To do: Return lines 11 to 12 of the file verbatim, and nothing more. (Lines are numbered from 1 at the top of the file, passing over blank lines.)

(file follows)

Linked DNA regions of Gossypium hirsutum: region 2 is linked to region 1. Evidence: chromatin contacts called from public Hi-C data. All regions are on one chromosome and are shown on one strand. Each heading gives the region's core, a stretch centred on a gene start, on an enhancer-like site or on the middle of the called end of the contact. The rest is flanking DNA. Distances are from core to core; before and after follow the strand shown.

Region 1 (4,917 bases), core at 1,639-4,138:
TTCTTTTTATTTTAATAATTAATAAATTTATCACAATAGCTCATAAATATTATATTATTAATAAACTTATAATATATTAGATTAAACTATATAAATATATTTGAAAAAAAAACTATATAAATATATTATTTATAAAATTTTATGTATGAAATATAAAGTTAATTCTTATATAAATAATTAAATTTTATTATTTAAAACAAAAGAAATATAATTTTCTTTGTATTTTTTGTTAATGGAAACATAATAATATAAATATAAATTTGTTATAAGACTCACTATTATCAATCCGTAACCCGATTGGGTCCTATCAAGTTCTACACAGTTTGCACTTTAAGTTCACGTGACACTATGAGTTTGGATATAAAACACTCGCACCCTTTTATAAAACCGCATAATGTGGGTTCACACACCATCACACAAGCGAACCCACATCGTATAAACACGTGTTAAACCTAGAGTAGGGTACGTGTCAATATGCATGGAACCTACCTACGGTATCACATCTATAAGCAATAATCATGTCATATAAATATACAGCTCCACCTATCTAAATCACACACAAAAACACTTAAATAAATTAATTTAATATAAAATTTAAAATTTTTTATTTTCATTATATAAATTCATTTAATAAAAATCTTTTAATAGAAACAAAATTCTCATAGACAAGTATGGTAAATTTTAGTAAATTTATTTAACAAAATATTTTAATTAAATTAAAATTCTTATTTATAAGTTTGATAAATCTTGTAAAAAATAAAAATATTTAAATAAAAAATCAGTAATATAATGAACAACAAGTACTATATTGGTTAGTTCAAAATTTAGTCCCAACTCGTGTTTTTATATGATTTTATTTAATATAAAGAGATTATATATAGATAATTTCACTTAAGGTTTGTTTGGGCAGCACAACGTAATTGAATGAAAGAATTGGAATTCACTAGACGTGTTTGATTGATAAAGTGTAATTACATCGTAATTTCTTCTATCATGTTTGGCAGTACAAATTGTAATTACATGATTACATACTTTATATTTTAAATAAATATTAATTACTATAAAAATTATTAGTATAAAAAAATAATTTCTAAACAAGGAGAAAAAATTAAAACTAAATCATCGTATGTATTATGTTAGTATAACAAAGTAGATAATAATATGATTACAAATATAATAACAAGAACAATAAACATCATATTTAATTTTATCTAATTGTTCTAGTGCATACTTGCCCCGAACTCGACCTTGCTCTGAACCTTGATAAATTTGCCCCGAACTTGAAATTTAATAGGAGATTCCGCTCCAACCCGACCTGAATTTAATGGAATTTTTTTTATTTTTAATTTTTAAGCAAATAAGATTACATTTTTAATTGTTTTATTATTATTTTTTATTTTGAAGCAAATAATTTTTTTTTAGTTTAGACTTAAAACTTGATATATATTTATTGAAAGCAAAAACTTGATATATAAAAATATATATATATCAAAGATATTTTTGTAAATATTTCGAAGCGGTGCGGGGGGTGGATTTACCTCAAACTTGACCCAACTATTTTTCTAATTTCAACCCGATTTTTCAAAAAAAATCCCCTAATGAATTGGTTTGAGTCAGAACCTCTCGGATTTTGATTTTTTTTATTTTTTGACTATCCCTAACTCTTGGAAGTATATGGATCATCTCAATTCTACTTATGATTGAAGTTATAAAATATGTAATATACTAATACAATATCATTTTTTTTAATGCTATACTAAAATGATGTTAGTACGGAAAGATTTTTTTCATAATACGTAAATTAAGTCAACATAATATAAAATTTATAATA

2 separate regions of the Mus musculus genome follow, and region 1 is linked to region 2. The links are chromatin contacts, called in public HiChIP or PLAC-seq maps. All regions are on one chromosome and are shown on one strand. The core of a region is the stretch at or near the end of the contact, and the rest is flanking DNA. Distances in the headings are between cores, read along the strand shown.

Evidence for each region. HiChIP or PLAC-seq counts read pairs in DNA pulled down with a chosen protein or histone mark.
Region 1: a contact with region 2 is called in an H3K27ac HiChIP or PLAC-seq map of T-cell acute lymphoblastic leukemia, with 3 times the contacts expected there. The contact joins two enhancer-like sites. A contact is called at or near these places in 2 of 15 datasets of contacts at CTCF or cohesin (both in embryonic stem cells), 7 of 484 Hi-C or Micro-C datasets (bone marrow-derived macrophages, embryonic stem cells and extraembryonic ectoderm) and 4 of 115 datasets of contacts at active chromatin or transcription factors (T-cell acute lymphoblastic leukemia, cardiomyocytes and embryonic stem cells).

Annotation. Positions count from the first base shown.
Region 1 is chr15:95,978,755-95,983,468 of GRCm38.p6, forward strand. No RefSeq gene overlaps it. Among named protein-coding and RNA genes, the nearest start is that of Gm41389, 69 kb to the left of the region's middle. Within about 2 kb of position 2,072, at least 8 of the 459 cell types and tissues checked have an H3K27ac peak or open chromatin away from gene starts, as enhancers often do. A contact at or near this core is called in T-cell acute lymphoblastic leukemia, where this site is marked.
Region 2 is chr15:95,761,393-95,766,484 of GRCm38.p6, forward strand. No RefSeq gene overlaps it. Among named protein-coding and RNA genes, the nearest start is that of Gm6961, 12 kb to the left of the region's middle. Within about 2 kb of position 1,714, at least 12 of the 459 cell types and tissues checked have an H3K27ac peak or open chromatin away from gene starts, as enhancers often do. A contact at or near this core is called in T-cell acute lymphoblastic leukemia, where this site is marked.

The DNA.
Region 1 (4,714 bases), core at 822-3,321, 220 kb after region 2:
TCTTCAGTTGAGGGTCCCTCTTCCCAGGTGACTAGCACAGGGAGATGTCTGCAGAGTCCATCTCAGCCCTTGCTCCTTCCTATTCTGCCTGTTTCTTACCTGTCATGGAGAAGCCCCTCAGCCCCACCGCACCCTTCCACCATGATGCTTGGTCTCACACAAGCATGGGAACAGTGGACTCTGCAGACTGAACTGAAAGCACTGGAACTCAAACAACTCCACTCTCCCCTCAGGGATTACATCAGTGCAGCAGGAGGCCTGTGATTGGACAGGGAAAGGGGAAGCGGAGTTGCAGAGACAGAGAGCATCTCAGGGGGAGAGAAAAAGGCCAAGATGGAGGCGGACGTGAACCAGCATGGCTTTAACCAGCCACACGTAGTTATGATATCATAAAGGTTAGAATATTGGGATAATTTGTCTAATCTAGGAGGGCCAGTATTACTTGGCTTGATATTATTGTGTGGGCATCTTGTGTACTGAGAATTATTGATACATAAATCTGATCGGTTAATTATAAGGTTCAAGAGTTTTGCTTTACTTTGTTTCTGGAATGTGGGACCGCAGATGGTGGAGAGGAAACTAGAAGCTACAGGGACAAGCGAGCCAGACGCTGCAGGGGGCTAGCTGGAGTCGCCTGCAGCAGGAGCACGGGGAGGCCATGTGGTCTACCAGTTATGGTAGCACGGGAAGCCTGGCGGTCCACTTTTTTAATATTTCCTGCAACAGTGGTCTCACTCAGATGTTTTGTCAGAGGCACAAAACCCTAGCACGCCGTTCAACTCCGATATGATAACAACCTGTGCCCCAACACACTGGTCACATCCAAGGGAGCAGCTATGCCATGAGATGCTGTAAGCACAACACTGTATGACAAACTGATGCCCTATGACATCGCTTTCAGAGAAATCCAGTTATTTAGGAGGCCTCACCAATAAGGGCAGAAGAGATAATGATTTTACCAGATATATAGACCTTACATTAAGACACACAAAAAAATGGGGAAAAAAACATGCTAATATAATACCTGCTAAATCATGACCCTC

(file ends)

Region 1 (4,714 bases), core at 822-3,321, 220 kb after region 2:
TCTTCAGTTGAGGGTCCCTCTTCCCAGGTGACTAGCACAGGGAGATGTCTGCAGAGTCCATCTCAGCCCTTGCTCCTTCCTATTCTGCCTGTTTCTTACCTGTCATGGAGAAGCCCCTCAGCCCCACCGCACCCTTCCACCATGATGCTTGGTCTCACACAAGCATGGGAACAGTGGACTCTGCAGACTGAACTGAAAGCACTGGAACTCAAACAACTCCACTCTCCCCTCAGGGATTACATCAGTGCAGCAGGAGGCCTGTGATTGGACAGGGAAAGGGGAAGCGGAGTTGCAGAGACAGAGAGCATCTCAGGGGGAGAGAAAAAGGCCAAGATGGAGGCGGACGTGAACCAGCATGGCTTTAACCAGCCACACGTAGTTATGATATCATAAAGGTTAGAATATTGGGATAATTTGTCTAATCTAGGAGGGCCAGTATTACTTGGCTTGATATTATTGTGTGGGCATCTTGTGTACTGAGAATTATTGATACATAAATCTGATCGGTTAATTATAAGGTTCAAGAGTTTTGCTTTACTTTGTTTCTGGAATGTGGGACCGCAGATGGTGGAGAGGAAACTAGAAGCTACAGGGACAAGCGAGCCAGACGCTGCAGGGGGCTAGCTGGAGTCGCCTGCAGCAGGAGCACGGGGAGGCCATGTGGTCTACCAGTTATGGTAGCACGGGAAGCCTGGCGGTCCACTTTTTTAATATTTCCTGCAACAGTGGTCTCACTCAGATGTTTTGTCAGAGGCACAAAACCCTAGCACGCCGTTCAACTCCGATATGATAACAACCTGTGCCCCAACACACTGGTCACATCCAAGGGAGCAGCTATGCCATGAGATGCTGTAAGCACAACACTGTATGACAAACTGATGCCCTATGACATCGCTTTCAGAGAAATCCAGTTATTTAGGAGGCCTCACCAATAAGGGCAGAAGAGATAATGATTTTACCAGATATATAGACCTTACATTAAGACACACAAAAAAATGGGGAAAAAAACATGCTAATATAATACCTGCTAAATCATGACCCTC